Category Archives: Creative Expression

Creative Thinking Prompt: Surrealism

Creative Thinking Prompt: Surrealism

 Rene Magritte

Surrealism art is an art form that reunites the world of dream and fantasy with everyday reality, a mix of conscious and unconscious realms.

Artist Rene Magritte’s surrealism artwork challenges others, in an unexpected manner, to view his art not as it appears to be, but as it appears not. For Magritte, what is concealed is more important than what is open to view.

This art by Rene Magritte looks like a pipe but its translation is “This is not a pipe.”

Creative Thinking Prompt: If this is not a pipe, what else can it be?

Brainstorm alternate uses for this item. Develop a new name for this “pipe”.

How Can You Dance?

How Can You Dance?”

This picture book is a celebration of creative movement. Readers will have fun dancing these new steps.

Imagine how you can dance with spring in your shoes, you can’t move your knees or you’re mad as a bee.

This book promotes creative expression and making connections.

TITLE: How Can You Dance?

AUTHOR: Rick Walton

ILLUSTRATOR: Ana López Escrivá

PUBLISHER: G.P. Putnam’s Sons, 2001

AGE GROUP: 4-6

CREATIVE COMPONENTS: creative expression and making connections

LEARNING EXTENSIONS:

1) Make a list of feelings. How might you dance to sadness or happiness or scared?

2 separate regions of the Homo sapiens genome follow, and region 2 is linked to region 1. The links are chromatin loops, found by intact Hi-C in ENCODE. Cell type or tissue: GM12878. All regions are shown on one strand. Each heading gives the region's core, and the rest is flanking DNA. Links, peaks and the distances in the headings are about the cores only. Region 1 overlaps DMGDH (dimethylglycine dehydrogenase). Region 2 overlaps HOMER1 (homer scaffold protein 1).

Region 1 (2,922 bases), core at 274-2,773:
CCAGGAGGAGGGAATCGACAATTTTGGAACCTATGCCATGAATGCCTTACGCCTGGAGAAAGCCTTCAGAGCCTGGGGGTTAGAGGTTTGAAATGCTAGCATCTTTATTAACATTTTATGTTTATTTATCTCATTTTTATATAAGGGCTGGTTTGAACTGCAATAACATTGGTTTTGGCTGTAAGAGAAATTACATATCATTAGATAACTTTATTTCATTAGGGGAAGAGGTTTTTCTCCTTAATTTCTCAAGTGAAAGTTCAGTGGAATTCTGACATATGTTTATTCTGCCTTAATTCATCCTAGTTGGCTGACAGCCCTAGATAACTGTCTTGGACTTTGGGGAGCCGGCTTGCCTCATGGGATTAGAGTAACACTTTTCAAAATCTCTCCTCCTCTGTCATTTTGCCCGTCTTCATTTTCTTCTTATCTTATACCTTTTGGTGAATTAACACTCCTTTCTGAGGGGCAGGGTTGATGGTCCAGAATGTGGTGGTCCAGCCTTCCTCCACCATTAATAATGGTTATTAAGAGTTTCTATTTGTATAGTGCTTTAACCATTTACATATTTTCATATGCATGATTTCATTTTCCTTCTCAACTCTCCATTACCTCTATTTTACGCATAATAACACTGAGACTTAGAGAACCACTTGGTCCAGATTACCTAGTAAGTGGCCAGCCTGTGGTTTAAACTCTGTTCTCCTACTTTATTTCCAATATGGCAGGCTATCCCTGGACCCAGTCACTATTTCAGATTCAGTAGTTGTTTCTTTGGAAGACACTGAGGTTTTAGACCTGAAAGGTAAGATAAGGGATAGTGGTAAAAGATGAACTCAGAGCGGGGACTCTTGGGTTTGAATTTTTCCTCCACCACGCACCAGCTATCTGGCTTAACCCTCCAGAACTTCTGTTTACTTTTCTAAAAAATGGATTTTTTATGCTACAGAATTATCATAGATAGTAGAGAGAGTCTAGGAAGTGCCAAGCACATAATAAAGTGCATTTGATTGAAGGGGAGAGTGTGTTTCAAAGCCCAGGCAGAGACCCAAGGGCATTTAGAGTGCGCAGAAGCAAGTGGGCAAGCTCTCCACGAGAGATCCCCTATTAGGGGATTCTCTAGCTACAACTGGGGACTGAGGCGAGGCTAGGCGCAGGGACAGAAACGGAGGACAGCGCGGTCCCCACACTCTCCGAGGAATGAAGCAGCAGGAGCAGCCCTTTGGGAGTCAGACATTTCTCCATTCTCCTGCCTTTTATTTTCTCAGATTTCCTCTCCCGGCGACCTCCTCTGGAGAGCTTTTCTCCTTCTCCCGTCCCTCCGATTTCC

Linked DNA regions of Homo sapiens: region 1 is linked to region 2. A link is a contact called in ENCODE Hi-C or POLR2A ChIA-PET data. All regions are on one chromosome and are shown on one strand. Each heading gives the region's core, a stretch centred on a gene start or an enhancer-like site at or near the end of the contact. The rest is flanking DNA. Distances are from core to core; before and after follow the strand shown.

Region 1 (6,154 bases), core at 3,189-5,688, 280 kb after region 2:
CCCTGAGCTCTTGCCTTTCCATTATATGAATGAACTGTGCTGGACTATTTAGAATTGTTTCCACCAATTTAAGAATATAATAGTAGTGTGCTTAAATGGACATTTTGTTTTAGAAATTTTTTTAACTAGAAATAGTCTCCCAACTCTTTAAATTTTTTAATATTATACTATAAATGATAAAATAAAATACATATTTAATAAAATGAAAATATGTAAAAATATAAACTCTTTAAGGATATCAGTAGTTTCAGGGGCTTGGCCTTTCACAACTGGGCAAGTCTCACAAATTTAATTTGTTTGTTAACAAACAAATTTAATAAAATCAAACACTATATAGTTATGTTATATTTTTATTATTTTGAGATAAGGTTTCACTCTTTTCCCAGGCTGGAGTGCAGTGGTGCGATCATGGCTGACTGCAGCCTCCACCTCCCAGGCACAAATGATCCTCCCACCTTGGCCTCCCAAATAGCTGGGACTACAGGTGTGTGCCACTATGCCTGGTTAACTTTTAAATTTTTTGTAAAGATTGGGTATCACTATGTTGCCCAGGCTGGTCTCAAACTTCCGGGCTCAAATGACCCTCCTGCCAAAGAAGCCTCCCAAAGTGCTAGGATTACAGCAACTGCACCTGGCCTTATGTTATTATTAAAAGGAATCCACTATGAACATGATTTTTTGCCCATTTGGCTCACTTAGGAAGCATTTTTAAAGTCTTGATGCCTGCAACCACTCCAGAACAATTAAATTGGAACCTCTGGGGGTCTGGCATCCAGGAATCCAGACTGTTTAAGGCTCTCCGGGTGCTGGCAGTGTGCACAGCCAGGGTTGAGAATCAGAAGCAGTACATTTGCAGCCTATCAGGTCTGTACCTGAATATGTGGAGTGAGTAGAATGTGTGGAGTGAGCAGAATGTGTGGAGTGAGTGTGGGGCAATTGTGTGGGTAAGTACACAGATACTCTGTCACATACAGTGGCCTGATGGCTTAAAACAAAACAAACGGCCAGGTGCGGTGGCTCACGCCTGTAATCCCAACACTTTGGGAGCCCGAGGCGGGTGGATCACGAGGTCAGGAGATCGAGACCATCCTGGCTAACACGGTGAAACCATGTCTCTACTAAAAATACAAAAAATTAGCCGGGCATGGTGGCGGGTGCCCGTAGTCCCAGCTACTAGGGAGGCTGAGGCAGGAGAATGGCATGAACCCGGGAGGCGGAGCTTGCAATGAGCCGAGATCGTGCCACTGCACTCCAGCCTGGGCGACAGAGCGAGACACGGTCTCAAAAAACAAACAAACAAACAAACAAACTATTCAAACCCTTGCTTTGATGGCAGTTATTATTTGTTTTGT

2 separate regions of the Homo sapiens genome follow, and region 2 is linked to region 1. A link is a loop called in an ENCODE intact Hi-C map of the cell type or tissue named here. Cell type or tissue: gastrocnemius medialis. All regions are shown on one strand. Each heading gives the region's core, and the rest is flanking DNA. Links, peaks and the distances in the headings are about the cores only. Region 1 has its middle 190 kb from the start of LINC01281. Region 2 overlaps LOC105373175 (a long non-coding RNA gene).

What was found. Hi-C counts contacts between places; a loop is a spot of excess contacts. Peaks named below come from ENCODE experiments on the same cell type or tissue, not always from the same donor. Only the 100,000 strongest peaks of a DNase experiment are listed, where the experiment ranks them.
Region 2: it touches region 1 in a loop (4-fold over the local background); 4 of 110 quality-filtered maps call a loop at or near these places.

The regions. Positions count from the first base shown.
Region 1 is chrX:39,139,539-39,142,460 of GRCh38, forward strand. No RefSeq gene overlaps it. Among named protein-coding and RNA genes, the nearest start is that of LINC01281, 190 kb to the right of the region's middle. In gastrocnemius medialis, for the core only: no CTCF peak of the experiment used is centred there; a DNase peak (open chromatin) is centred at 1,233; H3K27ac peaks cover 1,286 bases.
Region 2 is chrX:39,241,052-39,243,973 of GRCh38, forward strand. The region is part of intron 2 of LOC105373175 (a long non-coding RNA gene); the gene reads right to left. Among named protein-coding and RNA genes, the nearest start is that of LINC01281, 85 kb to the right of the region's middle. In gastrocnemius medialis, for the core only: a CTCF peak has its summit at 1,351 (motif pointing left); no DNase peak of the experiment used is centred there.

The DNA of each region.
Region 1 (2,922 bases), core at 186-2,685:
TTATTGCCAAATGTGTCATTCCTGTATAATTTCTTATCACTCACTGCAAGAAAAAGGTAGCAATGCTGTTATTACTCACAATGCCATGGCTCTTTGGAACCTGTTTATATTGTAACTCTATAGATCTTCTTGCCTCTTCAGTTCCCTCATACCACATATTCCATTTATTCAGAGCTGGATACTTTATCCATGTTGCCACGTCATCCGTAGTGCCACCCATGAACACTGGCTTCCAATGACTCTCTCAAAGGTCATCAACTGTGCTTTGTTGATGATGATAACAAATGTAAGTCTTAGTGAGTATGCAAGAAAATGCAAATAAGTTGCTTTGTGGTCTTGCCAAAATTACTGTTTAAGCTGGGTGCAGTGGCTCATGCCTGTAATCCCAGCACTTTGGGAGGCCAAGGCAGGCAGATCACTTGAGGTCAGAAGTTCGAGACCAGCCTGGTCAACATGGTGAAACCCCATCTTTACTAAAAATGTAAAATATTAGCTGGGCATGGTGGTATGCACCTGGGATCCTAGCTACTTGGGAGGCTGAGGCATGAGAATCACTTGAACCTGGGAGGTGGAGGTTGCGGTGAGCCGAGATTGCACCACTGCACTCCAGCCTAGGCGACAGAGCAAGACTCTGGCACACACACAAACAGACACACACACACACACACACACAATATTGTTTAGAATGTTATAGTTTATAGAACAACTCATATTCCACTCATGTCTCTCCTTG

2) Substitute movement for your name. For example, my name Ann is shown by jumping up and clapping my hands above my head.

3) Tell a short story using only movement (no words). You can use a story you already know or make one up. 

EXTENDING CONNECTIONS:

To learn more about author Rick Walton, visit:

https://en.wikibooks.org/wiki/Children%27s_Authors/Rick_Walton

To learn more about illustrator Ana López Escrivá, visit:

https://www.jacketflap.com/ana-lopez-escriva/6807

Creative Thinking Prompt: Knolling

Adam Hillman, SpaghettiOOOOOOOOO, 2016

Creative Thinking Prompt: Knolling

Knolling is defined as arranging objects at 90 degree angles from each other and then photographing them. American sculptor Tom Sachs uses knolling as an integral part to his process. He describes the process of knolling in his 2009 studio manual, 10 Bullets.

  1. Scan your environment for materials, tools, books, music, etc. which are not in use.
  2. Put away everything not in use. If you aren’t sure, leave it out.
  3. Group all ‘like’ objects.
  4. Align or square all objects to either the surface they rest on, or the studio itself.

Object Arranger Artist Adam Hillman creates his artwork using knolling. By carefully arranging items, he makes colorful compositions and then photographs them.

        

Images ©Adam Hillman

Think Deeper: Try your hand at knolling. Collect objects from around your home that share a common trait and arrange them using 90 degree angles.

EXTENDED CONNECTIONS:

To view more of Adam’s artwork, visit:

http://www.ufunk.net/en/photos/adam-hillman-instagram/

http://adamhillman.tumblr.com

https://www.instagram.com/witenry/?hl=en

To learn more about knolling and view artwork, visit:

https://creativemarket.com/blog/what-is-knolling-the-overhead-photography-trend-explained